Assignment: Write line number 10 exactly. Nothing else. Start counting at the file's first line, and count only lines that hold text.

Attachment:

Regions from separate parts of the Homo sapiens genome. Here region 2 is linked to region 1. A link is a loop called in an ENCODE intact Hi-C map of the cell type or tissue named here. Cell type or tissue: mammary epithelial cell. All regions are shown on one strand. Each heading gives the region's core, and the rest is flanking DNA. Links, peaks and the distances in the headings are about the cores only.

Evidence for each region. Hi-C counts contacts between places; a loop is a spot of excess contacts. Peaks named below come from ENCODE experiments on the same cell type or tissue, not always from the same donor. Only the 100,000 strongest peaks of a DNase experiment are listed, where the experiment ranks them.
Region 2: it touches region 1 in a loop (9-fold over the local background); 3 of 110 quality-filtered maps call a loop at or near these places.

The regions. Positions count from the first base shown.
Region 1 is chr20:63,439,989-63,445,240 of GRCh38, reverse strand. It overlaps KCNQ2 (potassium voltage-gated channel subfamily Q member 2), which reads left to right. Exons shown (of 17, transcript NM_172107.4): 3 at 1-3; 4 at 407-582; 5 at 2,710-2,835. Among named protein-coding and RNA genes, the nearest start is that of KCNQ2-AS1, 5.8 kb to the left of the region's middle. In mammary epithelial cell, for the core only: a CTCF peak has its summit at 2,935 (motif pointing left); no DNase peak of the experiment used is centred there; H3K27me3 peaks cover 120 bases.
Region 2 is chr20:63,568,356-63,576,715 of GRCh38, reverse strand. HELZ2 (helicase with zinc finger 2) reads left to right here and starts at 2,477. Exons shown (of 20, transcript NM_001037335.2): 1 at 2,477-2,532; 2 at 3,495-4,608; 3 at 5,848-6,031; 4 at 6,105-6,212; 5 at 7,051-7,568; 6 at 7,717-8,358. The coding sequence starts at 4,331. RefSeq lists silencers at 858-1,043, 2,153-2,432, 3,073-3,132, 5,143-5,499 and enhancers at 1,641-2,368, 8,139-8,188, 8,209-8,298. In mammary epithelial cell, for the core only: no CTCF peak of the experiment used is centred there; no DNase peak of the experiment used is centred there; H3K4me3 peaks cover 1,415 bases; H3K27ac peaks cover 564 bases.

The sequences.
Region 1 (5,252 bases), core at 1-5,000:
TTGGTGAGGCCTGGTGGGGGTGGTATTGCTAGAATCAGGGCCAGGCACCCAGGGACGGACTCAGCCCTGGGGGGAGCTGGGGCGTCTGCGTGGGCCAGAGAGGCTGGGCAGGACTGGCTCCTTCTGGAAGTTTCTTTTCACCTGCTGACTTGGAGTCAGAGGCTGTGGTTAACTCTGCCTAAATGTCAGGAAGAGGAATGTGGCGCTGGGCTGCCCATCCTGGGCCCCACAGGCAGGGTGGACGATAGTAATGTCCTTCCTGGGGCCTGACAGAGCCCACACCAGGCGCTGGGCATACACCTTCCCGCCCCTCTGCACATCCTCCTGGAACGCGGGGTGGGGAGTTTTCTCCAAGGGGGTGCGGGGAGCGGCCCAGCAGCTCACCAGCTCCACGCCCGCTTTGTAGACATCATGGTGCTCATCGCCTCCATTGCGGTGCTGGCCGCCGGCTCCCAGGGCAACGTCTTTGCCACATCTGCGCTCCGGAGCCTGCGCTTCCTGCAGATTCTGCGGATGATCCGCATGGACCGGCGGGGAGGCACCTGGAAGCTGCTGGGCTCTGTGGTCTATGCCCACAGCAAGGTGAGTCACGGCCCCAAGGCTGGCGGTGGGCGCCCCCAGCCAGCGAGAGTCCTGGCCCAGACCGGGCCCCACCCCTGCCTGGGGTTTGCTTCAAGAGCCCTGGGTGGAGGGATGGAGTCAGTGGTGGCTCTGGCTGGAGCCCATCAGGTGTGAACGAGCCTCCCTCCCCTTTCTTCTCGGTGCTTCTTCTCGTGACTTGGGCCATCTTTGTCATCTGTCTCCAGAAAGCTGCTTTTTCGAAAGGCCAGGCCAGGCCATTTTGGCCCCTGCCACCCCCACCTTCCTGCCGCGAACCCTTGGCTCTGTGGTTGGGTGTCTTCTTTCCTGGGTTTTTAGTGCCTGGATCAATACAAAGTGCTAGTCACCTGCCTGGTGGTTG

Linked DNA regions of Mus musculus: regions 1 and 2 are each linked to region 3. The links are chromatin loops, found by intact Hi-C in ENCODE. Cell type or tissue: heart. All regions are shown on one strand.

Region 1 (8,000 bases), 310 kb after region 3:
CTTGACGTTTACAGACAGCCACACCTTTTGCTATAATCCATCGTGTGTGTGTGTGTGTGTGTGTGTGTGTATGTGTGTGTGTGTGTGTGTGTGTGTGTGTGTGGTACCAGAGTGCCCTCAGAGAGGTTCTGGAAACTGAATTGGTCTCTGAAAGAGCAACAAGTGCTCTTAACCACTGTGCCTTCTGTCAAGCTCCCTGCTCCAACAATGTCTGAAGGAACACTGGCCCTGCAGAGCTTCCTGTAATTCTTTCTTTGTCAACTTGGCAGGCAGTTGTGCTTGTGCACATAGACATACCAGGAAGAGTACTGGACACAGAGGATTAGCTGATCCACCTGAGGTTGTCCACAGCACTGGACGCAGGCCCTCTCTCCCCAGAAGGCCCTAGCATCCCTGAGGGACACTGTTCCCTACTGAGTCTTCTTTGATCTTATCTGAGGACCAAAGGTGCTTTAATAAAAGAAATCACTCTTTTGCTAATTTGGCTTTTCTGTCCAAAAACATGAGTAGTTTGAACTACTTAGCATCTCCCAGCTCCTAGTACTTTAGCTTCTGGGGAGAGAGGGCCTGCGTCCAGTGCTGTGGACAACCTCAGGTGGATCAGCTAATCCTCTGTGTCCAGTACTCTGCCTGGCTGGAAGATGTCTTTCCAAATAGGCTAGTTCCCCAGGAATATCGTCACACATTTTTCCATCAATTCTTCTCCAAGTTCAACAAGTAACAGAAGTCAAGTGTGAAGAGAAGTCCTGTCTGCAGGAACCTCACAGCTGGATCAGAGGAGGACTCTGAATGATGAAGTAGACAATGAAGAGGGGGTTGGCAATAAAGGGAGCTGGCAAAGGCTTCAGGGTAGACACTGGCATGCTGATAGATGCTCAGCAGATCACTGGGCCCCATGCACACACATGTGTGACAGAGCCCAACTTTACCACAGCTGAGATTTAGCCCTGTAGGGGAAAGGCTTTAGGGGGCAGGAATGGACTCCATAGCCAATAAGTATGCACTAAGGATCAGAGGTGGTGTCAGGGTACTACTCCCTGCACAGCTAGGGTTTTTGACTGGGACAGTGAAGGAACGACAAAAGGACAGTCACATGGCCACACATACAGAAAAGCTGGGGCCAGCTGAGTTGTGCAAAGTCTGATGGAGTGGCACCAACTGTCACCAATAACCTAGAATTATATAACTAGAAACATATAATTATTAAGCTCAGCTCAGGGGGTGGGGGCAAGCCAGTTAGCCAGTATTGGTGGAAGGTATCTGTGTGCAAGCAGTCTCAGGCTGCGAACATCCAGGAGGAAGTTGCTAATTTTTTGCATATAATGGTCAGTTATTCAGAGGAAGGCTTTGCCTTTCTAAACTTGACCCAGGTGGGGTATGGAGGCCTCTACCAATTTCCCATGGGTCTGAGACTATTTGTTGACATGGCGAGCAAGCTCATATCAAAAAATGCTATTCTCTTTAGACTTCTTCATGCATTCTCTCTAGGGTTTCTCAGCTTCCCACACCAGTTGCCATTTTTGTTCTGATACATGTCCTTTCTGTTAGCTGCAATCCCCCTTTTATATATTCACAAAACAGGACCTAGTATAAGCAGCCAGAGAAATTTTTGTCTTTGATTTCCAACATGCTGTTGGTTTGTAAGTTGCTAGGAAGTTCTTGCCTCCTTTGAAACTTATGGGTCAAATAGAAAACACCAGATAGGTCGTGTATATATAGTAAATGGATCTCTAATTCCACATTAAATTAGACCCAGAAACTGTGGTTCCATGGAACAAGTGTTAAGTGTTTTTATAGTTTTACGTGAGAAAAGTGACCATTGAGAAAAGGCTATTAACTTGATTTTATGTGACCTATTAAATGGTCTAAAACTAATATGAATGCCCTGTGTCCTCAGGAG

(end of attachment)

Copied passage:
Linked DNA regions of Mus musculus: regions 1 and 2 are each linked to region 3. The links are chromatin loops, found by intact Hi-C in ENCODE. Cell type or tissue: heart. All regions are shown on one strand.